We will use Arrays or Vectors to hold information about the tiles that makes up the map. Arrays is a convenient way to hold a set of variables or objects.

Two dimensional array

You need two-dimensional array for map in order to both store rows and column of tiles. Two-dimensional arrays is just arrays, that contains a set of arrays. Let’s take it from the bottom up, in order to get it right..

Normal, simple array declaration looks like this:

var myArray:Array = ["a", "b", "c", "d"];

You can get value of first element with the array access operator []  that looks up the array. Something like:

myArray[0];

returns “a”. Arrays are zero-based, which is why you enter 0 to get the first element. Second element is myArray[1] and returns “b”, and so on.

Now the clever part! What if you don’t put “a”, “b” and “c” into array, but inserts other arrays? Yes, you can do that. Here, let’s make some arrays:

var a:Array = ["a1", "a2", "a3"];
var b:Array = ["b1", "b2", "b3"];
var c:Array = ["c1", "c2", "c3"];
var myArray:Array = [a, b, c];

Now we have declared array myArray and each element in there is also an array. So, a look at myArray[0] returns an array with ["a1", "a2", "a3"], second element has value ["b1", "b2", "b3"]. If you write:

var myVar:Array = myArray[2];

then myVar gets value ["c1", "c2", "c3"].

If you double the access operators, with two sets of square brackets, you can “dig” into the underlying elements in the arrays. If you write:

var myVar:String = myArray[2][0];

then it gets value of first element of third element in myArray “c1″, and

var myVar:String = myArray[0][1];

takes first element of myArray (a) and second element from that (“a2″).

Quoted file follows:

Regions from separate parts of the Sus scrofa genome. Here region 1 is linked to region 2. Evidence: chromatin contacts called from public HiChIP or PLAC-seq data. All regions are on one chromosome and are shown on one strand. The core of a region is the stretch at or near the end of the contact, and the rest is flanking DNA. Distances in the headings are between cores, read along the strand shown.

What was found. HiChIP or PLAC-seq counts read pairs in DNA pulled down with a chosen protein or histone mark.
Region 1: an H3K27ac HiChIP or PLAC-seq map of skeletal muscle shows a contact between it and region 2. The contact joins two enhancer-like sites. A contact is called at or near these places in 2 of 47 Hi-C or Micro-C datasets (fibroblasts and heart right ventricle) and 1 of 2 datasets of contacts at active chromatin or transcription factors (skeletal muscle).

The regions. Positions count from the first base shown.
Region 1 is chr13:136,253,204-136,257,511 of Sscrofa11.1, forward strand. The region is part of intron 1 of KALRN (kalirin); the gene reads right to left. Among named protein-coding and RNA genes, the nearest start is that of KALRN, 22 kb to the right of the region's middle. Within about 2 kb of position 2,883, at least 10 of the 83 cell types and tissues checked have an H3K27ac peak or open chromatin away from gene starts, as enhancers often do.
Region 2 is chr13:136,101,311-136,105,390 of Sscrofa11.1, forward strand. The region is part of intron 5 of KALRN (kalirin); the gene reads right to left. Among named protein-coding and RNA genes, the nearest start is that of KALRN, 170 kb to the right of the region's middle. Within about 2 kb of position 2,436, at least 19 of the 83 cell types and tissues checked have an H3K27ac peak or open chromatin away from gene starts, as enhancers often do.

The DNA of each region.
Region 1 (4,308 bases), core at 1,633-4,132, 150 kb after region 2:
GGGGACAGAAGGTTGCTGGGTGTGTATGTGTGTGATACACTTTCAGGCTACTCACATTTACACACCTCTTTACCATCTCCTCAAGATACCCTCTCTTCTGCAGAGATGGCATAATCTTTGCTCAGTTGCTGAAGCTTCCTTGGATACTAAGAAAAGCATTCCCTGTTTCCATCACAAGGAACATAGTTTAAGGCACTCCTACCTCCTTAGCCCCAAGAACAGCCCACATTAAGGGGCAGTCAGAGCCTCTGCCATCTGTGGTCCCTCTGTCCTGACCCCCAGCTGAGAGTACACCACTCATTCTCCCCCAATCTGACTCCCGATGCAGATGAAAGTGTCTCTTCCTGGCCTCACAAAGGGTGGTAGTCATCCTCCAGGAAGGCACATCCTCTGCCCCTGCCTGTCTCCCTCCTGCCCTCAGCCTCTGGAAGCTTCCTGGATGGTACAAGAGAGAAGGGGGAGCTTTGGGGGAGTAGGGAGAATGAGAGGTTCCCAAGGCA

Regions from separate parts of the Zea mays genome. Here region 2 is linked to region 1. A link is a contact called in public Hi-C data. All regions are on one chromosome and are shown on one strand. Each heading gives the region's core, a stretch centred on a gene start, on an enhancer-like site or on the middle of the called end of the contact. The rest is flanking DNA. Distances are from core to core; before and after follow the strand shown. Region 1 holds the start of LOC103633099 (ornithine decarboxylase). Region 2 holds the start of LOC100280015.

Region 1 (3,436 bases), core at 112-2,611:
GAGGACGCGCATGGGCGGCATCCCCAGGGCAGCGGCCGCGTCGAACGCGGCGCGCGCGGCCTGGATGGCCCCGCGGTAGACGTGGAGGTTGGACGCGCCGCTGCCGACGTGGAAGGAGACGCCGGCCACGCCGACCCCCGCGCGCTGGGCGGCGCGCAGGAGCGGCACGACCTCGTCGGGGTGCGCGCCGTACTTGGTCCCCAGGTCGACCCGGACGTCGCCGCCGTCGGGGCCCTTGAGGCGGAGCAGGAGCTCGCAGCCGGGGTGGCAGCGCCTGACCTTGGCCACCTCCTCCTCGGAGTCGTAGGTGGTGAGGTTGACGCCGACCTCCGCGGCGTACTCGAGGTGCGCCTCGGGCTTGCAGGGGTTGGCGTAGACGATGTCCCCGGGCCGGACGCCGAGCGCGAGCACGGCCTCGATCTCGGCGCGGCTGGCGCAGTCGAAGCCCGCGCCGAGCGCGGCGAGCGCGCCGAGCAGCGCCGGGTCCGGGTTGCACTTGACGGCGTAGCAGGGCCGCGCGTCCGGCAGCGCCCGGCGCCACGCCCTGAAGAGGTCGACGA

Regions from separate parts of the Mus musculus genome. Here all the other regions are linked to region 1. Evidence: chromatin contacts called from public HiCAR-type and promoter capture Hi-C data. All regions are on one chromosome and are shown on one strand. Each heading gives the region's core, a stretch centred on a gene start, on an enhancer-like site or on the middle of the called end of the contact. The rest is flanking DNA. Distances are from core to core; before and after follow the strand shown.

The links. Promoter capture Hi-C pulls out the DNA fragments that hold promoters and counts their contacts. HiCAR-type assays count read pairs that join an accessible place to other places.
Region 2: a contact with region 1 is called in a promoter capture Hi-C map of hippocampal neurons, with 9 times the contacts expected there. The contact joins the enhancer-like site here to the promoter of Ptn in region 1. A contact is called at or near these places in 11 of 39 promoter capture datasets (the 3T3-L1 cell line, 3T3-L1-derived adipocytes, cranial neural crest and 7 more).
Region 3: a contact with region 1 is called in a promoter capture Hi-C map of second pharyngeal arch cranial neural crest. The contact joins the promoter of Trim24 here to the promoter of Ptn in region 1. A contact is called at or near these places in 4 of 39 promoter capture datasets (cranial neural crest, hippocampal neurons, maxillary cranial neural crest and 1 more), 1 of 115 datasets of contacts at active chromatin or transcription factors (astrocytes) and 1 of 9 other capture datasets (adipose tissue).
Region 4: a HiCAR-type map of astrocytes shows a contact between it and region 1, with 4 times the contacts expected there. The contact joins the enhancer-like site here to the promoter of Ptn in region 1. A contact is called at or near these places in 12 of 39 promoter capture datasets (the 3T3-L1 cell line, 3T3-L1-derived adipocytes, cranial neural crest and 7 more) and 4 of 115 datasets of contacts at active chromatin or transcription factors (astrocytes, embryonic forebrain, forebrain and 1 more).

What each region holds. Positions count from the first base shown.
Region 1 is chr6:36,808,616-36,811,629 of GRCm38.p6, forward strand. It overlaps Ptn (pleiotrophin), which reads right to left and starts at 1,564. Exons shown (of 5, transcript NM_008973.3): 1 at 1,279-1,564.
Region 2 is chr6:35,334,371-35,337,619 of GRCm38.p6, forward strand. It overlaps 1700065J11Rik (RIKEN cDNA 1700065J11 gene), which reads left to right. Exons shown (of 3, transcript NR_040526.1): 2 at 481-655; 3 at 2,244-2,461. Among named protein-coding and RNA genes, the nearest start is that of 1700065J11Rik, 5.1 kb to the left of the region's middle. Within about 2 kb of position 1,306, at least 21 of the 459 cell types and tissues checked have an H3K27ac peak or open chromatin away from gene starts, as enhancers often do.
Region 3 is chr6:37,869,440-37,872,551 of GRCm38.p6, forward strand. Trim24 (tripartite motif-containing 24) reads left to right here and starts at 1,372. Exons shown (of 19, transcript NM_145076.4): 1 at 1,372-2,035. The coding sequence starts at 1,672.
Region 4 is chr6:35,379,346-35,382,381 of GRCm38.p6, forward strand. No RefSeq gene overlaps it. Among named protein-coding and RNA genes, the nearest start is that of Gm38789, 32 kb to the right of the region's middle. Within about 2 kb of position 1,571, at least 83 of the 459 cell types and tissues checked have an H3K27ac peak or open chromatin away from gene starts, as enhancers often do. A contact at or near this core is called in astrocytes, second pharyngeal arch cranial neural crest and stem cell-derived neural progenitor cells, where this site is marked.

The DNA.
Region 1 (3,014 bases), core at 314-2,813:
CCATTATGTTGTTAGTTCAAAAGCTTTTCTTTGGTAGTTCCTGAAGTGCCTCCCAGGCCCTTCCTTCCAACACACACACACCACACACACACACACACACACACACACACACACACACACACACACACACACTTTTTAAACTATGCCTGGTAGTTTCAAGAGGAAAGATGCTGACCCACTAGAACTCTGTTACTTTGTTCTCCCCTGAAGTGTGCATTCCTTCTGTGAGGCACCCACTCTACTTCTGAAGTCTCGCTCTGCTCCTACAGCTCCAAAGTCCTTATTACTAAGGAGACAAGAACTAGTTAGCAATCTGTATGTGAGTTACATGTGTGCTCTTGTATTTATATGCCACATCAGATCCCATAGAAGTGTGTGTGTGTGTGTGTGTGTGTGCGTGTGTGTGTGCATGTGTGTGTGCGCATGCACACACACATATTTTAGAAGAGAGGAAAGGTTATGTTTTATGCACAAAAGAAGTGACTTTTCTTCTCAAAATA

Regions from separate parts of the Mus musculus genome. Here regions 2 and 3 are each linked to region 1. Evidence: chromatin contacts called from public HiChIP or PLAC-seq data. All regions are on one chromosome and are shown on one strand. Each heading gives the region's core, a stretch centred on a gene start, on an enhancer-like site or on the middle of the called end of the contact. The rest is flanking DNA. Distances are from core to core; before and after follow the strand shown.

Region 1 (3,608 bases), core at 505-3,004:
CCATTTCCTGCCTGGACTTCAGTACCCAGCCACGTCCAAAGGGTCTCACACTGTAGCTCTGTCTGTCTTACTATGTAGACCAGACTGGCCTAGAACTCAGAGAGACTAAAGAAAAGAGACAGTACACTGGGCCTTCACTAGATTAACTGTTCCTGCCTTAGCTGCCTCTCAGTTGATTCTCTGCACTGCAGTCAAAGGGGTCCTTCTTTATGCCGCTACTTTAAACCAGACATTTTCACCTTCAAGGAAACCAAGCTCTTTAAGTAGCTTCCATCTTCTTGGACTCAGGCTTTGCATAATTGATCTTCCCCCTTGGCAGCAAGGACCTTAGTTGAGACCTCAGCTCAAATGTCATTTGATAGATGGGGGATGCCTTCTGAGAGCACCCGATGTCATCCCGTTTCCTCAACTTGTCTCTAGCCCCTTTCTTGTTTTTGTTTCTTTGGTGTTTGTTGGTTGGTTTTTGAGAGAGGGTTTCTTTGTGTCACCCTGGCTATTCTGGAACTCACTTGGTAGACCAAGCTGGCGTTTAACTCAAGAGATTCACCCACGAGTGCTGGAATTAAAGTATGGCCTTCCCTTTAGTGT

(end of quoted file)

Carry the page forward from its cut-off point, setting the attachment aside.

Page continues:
myVar=myArray[1][0]

gets value b1 You get the picture.

Making the map

A complete map stores in a two-dimensional array could look like this:

var myMap:Array = [
 [1, 1, 1, 1, 1, 1, 1, 1],
 [1, 0, 0, 0, 0, 0, 0, 1],
 [1, 0, 1, 0, 0, 0, 0, 1],
 [1, 0, 0, 0, 0, 1, 0, 1],
 [1, 0, 0, 0, 0, 0, 0, 1],
 [1, 1, 1, 1, 1, 1, 1, 1]
 ];

As you can see our map has 6 rows and 8 columns. If our hero would start from top left corner, he could move 8 steps right and 6 steps down before leaving map and wander into unknown space. The values are tile ID’s  and used to referer to the tile that should be at the given position.

If for example we get number 1, then we create new tile from Tile1 template. Then in the game, when we reach that tile, we will check the properties of that tile objects. It can have many properties, but most basic tiles have only 2 properties – walkable and frame.

Walkable shows if a character can walk into that tile (walkable=true) or not (false). We do not use the hitTest that is built into Flash as hitTest is quite slow and therefor not relevant, when we need to pump as much power out of the player as possible.

Frame tells what frame of tiles movie clip we have to show in that position. It is used when placing the tiles on the screen. As we use same tiles movie clip for every tile by attaching it over again, they all would show frame 1 by default. More about this on Creating Tiles section. In addition to that, we will explore the possibility of creating a sprite sheet, that is one large image, with some coordinates that tells, where each image is placed.

So, if we declare a tile, by doing something like this:

var tile1:Tile = new Tile();
tile1.walkable=false;
tile1.frame=2;

This creates a tile that can’t be stepped on (walkable=false) and in that spot, the tile to show should be the one from frame 2.

Next: Creating Tiles

Link to original

The original version of this page can be found at http://www.tonypa.pri.ee/tbw/tut01.html 

 


Leave a Comment